Setting up an AS2 Development Environment in Eclipse

After SEPY crashed on me 4 times in a row, I decided to try my hand at setting up an AS2 development environment in Eclipse.

Here is a list of things that I love in SEPY, that I needed to have in Eclipse to make the transition acceptable:

  • Snippets: I’ve been getting used to using templates, but so far so good
  • Publish/Test Movie from Eclipse (ctrl+enter or the like)
  • Duplicate line

Here is what I’ve done to get the AS2 environment set up:

  1. Grab Eclipse (As of right now I’m still using 3.1)
  2. Install ASDT (AS Development Tool)
  3. Grab Mike Chambers FlashCommand (A command line tool for compiling fla’s)
    1. Add the build.xml ANT build file for FlashComamnd and set the parameters (Check out the detailed post to set up your build.xml file)
  4. Create your own templates for the ActionScript perspective or download and import mine
    1. Download AS2 snippets
    2. Importing Downloaded Snippets:
      1. From the main menu in eclipse select ‘Window’ -> ‘Preferences’
      2. Expand the ‘ActionScript2’ node
      3. Expand the ‘Editor’ node
      4. Select ‘Templates’
      5. Click the ‘Import’ button
      6. Browse to the file then click ‘Open’

Here is a list of things that I wish were available in Eclipse but sadly are not yet:

  • Select text -> drag and drop (copy/move) – This is in CFEclipse, but not ASTD or even the FlexBuilder plugin

Abbreviations (templates help with this one) – Huge timesaving feature in SEPY.

Using FlashCommand in Eclipse

Recently I pulled down Mike Chambers FlashCommand. FlashCommand is a command line compiler for the Flash IDE.

I wanted to set up an ANT build script to execute builds from Eclipse without having to alt-tab between programs (yes, I’m that lazy!).

Setting up the ANT script wasn’t too difficult, even for someone who knew the absolute minimum about ANT.

[xml]< ?xml version=”1.0″?>

Sample Build file for a project with FlashCommand, ANT

[/xml][Download the sample build script.]

Using Fiddler with Firefox

I recently encountered some issues with trying to debug a flash application that posted an XML packet to a URL. I first tried FireBug, it didn’t seem to be picking up the XML that was posted. After a quick Google search, I ran across a post describing how to use Fiddler (an IE based tool) with Firefox.

Check out the simple setup steps:

Bonus! I was able to view the raw header and the XML data that was being posted.

NOTE: I have heard of some issues with having to have Fiddler open to browse in Firefox, but haven’t encountered it.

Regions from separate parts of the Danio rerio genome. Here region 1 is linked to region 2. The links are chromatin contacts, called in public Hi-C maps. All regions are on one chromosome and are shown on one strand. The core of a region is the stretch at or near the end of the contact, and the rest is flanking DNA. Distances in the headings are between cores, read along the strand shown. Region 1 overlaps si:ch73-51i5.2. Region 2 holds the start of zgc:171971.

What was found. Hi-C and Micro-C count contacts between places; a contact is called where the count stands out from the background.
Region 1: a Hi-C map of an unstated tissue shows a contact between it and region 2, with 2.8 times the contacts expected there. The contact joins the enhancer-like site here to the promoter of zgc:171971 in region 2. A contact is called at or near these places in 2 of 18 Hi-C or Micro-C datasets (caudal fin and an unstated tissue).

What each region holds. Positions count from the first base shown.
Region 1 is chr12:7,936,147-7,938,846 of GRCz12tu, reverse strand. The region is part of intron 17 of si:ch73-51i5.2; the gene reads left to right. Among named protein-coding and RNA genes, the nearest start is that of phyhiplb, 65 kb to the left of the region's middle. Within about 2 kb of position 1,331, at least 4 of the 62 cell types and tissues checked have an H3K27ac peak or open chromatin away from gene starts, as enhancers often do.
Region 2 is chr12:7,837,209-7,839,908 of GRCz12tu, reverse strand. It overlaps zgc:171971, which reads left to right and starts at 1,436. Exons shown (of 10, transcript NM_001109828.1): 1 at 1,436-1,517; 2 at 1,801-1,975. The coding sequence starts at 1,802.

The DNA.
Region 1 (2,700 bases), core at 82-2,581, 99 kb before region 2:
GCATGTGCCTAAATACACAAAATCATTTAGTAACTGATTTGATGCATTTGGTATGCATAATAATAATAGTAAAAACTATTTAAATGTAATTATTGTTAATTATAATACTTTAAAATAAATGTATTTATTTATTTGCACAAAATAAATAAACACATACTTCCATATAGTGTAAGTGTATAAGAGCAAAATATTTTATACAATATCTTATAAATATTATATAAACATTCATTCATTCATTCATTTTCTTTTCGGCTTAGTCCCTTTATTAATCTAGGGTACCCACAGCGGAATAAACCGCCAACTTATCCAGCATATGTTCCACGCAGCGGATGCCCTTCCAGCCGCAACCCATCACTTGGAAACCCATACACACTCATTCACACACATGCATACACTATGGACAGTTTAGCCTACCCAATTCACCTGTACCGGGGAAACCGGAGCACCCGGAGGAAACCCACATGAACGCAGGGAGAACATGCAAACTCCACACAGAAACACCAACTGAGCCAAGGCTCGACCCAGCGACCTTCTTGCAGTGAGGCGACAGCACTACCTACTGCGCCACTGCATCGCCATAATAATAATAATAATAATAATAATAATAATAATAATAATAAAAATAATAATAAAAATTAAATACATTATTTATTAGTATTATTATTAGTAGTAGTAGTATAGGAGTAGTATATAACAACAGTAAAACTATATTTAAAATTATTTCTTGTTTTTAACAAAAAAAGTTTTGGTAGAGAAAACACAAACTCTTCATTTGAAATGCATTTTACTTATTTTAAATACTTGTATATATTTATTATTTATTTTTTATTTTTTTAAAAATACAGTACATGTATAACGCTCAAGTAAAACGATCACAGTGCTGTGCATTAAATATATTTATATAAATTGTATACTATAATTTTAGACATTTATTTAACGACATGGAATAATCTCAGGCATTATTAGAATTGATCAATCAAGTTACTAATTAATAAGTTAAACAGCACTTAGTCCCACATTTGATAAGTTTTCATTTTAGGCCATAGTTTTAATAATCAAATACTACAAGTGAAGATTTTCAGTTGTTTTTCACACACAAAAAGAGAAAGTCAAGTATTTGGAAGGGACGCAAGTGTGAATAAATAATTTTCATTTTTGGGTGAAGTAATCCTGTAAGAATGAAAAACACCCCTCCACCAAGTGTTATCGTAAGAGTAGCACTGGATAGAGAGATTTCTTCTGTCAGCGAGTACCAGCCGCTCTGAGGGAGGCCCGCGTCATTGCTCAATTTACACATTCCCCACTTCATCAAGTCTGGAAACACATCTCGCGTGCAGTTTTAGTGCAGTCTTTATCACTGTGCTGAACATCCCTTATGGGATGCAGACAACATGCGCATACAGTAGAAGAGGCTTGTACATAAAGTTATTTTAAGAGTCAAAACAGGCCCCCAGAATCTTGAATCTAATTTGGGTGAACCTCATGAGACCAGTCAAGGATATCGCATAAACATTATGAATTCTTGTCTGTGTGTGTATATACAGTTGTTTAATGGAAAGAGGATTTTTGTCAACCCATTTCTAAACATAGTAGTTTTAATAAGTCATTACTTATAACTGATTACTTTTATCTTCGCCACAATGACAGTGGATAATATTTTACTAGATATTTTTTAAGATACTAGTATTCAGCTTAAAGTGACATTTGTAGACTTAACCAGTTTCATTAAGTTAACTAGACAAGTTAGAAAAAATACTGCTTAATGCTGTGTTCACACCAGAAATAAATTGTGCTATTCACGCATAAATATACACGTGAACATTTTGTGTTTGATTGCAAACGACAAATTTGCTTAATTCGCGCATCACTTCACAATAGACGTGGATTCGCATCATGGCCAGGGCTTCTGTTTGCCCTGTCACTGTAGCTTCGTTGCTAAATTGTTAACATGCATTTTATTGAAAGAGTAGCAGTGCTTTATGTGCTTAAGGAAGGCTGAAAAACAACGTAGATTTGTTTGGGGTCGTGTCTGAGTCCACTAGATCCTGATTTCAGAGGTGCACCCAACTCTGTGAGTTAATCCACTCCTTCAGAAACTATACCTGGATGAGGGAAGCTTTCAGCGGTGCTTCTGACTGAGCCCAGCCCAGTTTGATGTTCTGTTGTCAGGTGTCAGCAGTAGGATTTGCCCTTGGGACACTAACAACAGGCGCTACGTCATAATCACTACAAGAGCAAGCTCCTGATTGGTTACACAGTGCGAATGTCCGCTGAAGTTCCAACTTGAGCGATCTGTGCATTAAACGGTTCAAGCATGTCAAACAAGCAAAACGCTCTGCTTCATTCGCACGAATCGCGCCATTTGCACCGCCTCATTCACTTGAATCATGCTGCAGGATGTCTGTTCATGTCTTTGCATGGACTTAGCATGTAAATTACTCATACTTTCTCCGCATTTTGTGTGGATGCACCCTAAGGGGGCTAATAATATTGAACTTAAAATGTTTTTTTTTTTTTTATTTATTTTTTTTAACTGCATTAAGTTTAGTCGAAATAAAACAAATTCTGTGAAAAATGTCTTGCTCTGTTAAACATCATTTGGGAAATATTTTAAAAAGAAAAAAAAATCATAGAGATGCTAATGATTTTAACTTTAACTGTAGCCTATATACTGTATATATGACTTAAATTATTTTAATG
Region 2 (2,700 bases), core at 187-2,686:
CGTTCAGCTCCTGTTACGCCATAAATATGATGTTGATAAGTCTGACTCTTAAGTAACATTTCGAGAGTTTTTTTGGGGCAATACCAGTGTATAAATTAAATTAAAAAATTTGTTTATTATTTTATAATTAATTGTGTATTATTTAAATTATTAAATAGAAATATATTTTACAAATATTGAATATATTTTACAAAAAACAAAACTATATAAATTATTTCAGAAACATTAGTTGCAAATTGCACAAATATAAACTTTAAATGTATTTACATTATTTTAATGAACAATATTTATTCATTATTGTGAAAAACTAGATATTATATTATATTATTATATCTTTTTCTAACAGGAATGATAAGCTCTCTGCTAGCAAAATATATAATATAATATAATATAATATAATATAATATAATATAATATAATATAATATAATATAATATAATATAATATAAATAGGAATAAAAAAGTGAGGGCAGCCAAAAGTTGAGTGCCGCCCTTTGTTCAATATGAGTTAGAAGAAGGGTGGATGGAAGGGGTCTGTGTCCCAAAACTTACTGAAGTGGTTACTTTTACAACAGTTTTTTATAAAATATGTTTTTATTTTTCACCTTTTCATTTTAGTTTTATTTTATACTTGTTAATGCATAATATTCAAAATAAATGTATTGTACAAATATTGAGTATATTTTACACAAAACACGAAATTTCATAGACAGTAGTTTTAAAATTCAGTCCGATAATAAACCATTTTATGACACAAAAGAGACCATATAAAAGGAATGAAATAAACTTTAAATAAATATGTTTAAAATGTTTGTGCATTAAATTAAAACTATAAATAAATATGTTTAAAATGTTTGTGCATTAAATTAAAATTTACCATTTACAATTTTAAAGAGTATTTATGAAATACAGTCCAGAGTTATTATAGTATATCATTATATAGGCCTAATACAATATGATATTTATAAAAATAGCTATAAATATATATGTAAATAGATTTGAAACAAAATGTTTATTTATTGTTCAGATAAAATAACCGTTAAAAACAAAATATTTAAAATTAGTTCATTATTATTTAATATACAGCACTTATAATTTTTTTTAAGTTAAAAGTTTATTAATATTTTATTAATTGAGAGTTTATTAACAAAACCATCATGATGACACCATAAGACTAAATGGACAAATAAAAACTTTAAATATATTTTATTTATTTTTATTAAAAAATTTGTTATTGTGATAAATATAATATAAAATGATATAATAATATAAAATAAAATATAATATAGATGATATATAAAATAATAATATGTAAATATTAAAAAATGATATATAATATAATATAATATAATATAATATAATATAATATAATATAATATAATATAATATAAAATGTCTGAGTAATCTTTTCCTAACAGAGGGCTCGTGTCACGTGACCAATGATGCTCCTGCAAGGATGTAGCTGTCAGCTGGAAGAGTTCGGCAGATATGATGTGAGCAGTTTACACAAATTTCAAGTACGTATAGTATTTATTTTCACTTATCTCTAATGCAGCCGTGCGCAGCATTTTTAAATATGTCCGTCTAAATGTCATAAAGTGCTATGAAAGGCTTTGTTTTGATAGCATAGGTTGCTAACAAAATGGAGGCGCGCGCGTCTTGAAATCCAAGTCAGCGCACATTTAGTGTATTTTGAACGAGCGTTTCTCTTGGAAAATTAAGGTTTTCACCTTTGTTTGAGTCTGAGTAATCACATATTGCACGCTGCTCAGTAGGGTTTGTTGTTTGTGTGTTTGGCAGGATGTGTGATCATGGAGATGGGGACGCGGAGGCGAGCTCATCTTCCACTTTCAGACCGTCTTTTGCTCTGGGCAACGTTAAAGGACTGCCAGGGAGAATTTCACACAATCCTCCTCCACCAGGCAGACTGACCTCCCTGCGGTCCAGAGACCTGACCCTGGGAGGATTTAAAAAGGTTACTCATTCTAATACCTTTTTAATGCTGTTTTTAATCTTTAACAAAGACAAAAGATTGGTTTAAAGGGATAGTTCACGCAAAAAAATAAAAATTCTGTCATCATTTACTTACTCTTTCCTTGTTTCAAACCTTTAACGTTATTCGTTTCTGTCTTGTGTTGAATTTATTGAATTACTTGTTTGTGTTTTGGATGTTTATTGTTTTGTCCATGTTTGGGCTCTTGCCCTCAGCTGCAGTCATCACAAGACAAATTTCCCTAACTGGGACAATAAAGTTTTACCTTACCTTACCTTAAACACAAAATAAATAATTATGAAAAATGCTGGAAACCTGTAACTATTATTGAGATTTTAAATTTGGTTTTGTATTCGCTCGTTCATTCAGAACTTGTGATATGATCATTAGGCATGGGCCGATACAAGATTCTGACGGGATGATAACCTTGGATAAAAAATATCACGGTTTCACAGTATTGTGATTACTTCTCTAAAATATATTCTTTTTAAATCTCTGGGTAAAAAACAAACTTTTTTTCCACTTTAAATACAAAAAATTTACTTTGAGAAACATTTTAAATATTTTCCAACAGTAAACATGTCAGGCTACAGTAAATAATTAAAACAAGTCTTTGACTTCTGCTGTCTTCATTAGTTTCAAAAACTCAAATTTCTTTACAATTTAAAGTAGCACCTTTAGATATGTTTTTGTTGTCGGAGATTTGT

IE7 ActiveX Quick Fix

Michael Moore (no, not the documentary director!) brought this little IE 7 quick fix to my attention.

Just below the last in your HTML page, insert the following Javascript:

Open a new document in Notepad or your HTML editor, and copy & paste the following content into it:

theObjects = document.getElementsByTagName("object");
for (var i = 0; i < theObjects.length; i++)
theObjects[i].outerHTML = theObjects[i].outerHTML;

Save this file as fixit.js

Pretty cool stuff.

For more control and some additional features there is SWFObject:

SWFObject is a JavaScript file used to embed Macromedia Flash content. The script can detect the Flash plug-in in all major web browsers. Its search engine friendly & degrades gracefully.

Check out SWFObject.


Flash Video won’t work in IIS 6.0

I learned something today about Windows Server 2003 and IIS 6. Flash Video Files won’t stream at all. Hrm…fun. What is really nice is the Flash piece will play just fine, the video just won’t show up.

With IIS 6.0, Microsoft changed the way streaming media is handled. Previous versions of IIS did not require any modification to stream Flash Video. Microsoft IIS 6.0, the default web server that ships with Windows 2003, requires a MIME type to recognize that FLV files are streamed media.

So you have to add the MIME type in IIS…

  1. On the Windows 2003 server, open the Internet Information Services Manager.
  2. Expand the Local Computer Server.
  3. Right-click the local computer server and select Properties.
  4. Select the MIME Types tab.
  5. Click the New… button and enter the following information:
    • Associated Extension box: .FLV
    • MIME Type box: flv-application/octet-stream
  6. Click Ok.
  7. Restart the World Wide Web Publishing service.

You can view the entire Macromedia TechNote here.